For this reason they are impelled into the nonsensical proposition that Israel and loyal Israelis are not only devoid of any virtue but also inherently evil. The more that Israel is portrayed as evil by anti-Zionists, the more powerful and insidious the Jewish leadership has to be painted in order to explain why good people defend and support Israel.
The intellectual and moral dead-end of the anti-Zionist view is laid bare by the anti-Zionists’ demonisation of both Israel and the diaspora Jewish community with epithets about “Jewish money”, “Holocaust guilt”, “a racist apartheid genocidal state” and, of course, the almost supernatural power of “the Jewish lobby”. Such are the straws at which anti-Zionists must grasp in order to explain the persistent refusal of intelligent, well-motivated people to buy their arguments.
In short, these anti-Zionists believe that the only reason their position is not the dominant one in politics, the media and society, is because of the bogey-man – the mythical image which have they have created, of a sinister Jewish lobby and its all-powerful machinations.
The second corollary follows from the first. Since the “Jewish lobby” is portrayed as moneyed, all-powerful, a bully, and as vicious and threatening, anyone who publicly stands up against Israel, or against the Jewish lobby, or the Jewish community leadership must of necessity be hailed and feted as a brave “hero”.
The actions of Jewish organisations and others who support Israel as part of the free interchange of ideas in any democracy are spun into the old myth about a powerful Jewish conspiracy. Critics of Israel are thus conferred with an under-dog status, a victim-mentality, and a brave-resistance-hero image.
When journalist John Lyons wrote a book ‘Balcony over Jerusalem’, in 2017, he included a chapter titled ‘The Lobby’. No adjective was needed – everyone knew who the lobby was. Lyons alleged in an interview that he was “savagely targeted” simply because he wrote what he saw. The “savage” targeting apparently consisted of written complaints about his work. His dark allusions to “the Lobby” might have led readers to imagine that he suffered constant harassment, physical abuse and threats to his life, by Jewish organisations. In reality there were letters of complaint and articles critiquing his book, including an exposure of the book’s inaccuracies and biases. Nevertheless, many anti-Israel activists and others lauded Lyons as a “brave” journalist and honoured him with celebrity appearances to tell his “brave” story.
The claim of unjustified targeting even occurs when critics respond to obvious inaccuracies about Jews or Israel. John Lyons complained that he was also “attacked” for a documentary, ‘Stone Cold Justice’, which he co-produced in 2014. The documentary included unsubstantiated claims that Israeli soldiers crucify Palestinian boys, crudely invoking the murderous libel of Jews as “Christ-killers”. When objections were raised by Jewish organisations, Lyons complained that he was being targeted, bullied and attacked, without any valid reason. In truth his work was simply being critiqued – and with ample reason. Journalists are as accountable for their work as anyone else.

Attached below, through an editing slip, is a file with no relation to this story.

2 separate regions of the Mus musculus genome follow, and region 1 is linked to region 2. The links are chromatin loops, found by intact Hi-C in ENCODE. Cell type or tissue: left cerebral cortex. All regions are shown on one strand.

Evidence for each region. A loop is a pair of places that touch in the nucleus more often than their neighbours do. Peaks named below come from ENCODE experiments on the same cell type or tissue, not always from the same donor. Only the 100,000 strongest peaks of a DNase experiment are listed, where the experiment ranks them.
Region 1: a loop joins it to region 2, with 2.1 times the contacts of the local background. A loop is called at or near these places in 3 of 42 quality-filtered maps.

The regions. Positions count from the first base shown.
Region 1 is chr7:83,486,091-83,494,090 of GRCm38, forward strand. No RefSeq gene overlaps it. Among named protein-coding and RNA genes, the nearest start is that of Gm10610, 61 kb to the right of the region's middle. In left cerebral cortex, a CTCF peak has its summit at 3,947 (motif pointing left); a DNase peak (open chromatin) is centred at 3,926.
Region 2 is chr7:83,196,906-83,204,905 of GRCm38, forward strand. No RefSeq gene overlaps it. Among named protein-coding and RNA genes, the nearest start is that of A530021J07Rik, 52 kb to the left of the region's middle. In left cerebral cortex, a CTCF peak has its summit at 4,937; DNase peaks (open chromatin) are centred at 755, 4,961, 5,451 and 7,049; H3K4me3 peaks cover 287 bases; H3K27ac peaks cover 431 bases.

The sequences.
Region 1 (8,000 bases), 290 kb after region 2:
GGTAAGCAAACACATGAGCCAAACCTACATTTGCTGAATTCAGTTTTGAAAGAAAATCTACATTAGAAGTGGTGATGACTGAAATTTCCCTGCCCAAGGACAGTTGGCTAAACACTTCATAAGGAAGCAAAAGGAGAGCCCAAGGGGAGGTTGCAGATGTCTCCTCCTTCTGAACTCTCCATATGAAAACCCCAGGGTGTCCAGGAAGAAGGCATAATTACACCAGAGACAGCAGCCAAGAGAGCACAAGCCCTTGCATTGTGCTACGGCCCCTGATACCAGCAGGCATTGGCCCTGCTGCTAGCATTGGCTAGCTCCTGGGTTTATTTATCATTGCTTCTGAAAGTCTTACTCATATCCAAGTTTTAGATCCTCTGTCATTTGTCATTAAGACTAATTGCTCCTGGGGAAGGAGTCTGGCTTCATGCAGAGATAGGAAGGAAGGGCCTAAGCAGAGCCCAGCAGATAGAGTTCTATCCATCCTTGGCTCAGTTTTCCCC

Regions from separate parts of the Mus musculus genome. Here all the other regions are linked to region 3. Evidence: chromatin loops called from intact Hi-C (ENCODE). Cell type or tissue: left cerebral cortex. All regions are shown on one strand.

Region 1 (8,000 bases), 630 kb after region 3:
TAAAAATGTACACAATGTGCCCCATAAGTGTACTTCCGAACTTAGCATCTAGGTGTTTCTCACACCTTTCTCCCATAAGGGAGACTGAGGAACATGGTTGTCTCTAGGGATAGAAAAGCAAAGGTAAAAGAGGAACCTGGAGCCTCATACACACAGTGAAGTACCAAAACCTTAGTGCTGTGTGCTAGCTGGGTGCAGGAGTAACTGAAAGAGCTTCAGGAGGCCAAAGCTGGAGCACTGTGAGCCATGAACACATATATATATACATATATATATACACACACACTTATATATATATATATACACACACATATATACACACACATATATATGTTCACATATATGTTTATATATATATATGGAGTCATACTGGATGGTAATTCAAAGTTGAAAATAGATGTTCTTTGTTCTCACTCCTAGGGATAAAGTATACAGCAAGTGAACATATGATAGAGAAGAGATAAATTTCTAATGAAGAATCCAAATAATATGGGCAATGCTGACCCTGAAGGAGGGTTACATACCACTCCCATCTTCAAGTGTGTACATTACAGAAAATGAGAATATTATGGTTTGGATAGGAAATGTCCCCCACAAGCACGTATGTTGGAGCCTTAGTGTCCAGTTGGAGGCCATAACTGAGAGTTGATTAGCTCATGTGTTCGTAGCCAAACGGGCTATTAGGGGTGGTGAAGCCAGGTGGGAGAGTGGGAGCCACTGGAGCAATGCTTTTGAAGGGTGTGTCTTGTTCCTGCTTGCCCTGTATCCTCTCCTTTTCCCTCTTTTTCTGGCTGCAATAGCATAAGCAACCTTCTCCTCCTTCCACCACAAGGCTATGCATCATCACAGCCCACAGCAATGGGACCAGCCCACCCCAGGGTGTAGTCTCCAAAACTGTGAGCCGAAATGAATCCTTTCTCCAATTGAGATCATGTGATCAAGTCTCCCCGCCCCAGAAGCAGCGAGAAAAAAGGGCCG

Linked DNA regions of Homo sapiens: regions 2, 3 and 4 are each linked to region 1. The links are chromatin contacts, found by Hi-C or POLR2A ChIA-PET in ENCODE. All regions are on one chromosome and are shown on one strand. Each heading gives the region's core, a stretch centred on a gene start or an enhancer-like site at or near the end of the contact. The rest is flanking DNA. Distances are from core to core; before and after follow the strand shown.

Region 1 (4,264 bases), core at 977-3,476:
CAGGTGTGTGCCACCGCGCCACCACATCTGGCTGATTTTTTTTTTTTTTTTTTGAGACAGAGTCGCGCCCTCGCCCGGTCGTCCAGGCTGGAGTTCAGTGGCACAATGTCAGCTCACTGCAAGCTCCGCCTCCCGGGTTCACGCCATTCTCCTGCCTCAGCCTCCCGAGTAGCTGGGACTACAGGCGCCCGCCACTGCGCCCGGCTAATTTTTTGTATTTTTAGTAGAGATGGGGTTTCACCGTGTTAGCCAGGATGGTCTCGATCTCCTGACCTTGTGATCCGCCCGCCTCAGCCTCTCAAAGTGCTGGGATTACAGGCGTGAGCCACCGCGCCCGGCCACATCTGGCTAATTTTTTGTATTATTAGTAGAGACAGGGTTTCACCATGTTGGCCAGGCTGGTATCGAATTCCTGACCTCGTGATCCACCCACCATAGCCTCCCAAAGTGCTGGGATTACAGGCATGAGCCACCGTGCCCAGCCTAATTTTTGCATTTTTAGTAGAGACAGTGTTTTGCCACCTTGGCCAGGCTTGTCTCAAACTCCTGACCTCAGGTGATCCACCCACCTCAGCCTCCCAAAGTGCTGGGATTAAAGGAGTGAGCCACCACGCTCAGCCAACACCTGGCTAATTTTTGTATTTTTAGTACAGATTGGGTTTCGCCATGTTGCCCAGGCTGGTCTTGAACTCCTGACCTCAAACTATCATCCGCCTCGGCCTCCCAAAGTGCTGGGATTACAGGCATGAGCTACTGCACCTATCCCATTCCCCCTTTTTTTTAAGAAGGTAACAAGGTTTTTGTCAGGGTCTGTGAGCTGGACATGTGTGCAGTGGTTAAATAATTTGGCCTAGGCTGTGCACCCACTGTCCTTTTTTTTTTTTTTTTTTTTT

The lionisation of critics of Israel and the demonisation of those who critique their work has a more sinister aspect. It serves as a way of bullying and cowing into silence those who stand up against lies, demonisation, and incitement against Jews and Israel. It is appalling that it has again become necessary to state that Jews have the same democratic rights as other citizens to voice their concerns, and to do so as robustly as advocates of any other cause.
Those who speak against Israel are no more “heroic” than those who speak up in a democracy on any contentious issue. Real heroes are those who risk their lives, freedom and livelihoods to speak truth to power, especially in countries governed by dictatorships of the kind that exist in Iran, North Korea, Gaza, China and Saudi Arabia.
In western democracies, those who generally take an anti-Israel stance, whether in journalism or in the anti-Israel movement or elsewhere, do not face any threat to their lives, freedom or livelihoods. Yet thev concoct the myth that they face a powerful and insidious opposition, in order to obfuscate the nature of the power they truly fear – the power of ideas contrary to their own. In this, the far left of politics is following the far right.
Psychologists would have a field day working out why anti-Israel critics and activists seem to have such a deep need to glorify their own work and to be hailed as brave warriors. Their construction of the “Jewish lobby” as a bogeyman certainly helps them rationalise why their views have failed to attain the dominance they crave.
Whether by accident or design, the entire discourse that has grown up about “the Lobby” has nurtured an atmosphere in which old discredited conspiracy theories about Jews, and the recrudescence of antisemitism, flourish. This has done nothing to enhance, and has actually undermined, the prospects for a better and clearer understanding of the raft of complex and multi-layered issues that relate to Israel and the Palestinians.
Julie Nathan is the Research Officer for the Executive Council of Australian Jewry